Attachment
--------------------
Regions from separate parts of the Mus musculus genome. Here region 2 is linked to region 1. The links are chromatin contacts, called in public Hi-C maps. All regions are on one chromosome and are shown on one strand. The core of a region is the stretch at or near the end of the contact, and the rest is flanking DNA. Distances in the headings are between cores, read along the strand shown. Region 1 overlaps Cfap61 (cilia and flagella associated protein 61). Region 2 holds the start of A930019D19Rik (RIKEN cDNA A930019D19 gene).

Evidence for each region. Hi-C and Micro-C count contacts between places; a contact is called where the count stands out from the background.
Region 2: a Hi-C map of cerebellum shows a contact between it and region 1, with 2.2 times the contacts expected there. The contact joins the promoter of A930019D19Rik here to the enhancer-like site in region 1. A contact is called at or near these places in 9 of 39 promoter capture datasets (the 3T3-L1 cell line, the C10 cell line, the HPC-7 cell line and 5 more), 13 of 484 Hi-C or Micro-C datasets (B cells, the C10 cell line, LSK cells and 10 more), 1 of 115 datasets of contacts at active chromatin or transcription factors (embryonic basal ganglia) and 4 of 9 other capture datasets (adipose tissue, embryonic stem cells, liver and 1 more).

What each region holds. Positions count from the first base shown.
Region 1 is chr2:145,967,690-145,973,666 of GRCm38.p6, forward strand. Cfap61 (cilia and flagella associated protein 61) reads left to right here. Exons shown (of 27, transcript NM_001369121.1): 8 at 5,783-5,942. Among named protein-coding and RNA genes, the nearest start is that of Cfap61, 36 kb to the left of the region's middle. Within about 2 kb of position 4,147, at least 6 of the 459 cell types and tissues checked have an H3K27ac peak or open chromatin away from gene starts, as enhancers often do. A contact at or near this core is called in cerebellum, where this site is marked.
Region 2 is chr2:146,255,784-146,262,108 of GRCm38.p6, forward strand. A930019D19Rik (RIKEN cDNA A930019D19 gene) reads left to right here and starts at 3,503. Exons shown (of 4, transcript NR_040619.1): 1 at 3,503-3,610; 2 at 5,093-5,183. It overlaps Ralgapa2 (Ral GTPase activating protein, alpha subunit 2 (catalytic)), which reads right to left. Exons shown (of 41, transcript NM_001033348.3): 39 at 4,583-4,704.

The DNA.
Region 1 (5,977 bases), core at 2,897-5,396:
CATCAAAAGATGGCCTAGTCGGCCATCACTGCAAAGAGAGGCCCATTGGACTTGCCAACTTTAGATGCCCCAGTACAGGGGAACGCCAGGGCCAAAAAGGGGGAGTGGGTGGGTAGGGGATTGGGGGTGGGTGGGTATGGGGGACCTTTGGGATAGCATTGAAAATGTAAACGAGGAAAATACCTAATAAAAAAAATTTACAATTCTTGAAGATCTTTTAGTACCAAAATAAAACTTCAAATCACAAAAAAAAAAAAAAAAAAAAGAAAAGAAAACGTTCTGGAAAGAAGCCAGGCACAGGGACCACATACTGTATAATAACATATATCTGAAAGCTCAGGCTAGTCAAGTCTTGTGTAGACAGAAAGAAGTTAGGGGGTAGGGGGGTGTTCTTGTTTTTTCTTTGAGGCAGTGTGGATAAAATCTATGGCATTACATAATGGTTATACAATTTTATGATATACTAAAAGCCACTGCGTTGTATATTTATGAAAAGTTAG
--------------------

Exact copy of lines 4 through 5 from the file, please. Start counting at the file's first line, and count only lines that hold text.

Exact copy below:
What each region holds. Positions count from the first base shown.
Region 1 is chr2:145,967,690-145,973,666 of GRCm38.p6, forward strand. Cfap61 (cilia and flagella associated protein 61) reads left to right here. Exons shown (of 27, transcript NM_001369121.1): 8 at 5,783-5,942. Among named protein-coding and RNA genes, the nearest start is that of Cfap61, 36 kb to the left of the region's middle. Within about 2 kb of position 4,147, at least 6 of the 459 cell types and tissues checked have an H3K27ac peak or open chromatin away from gene starts, as enhancers often do. A contact at or near this core is called in cerebellum, where this site is marked.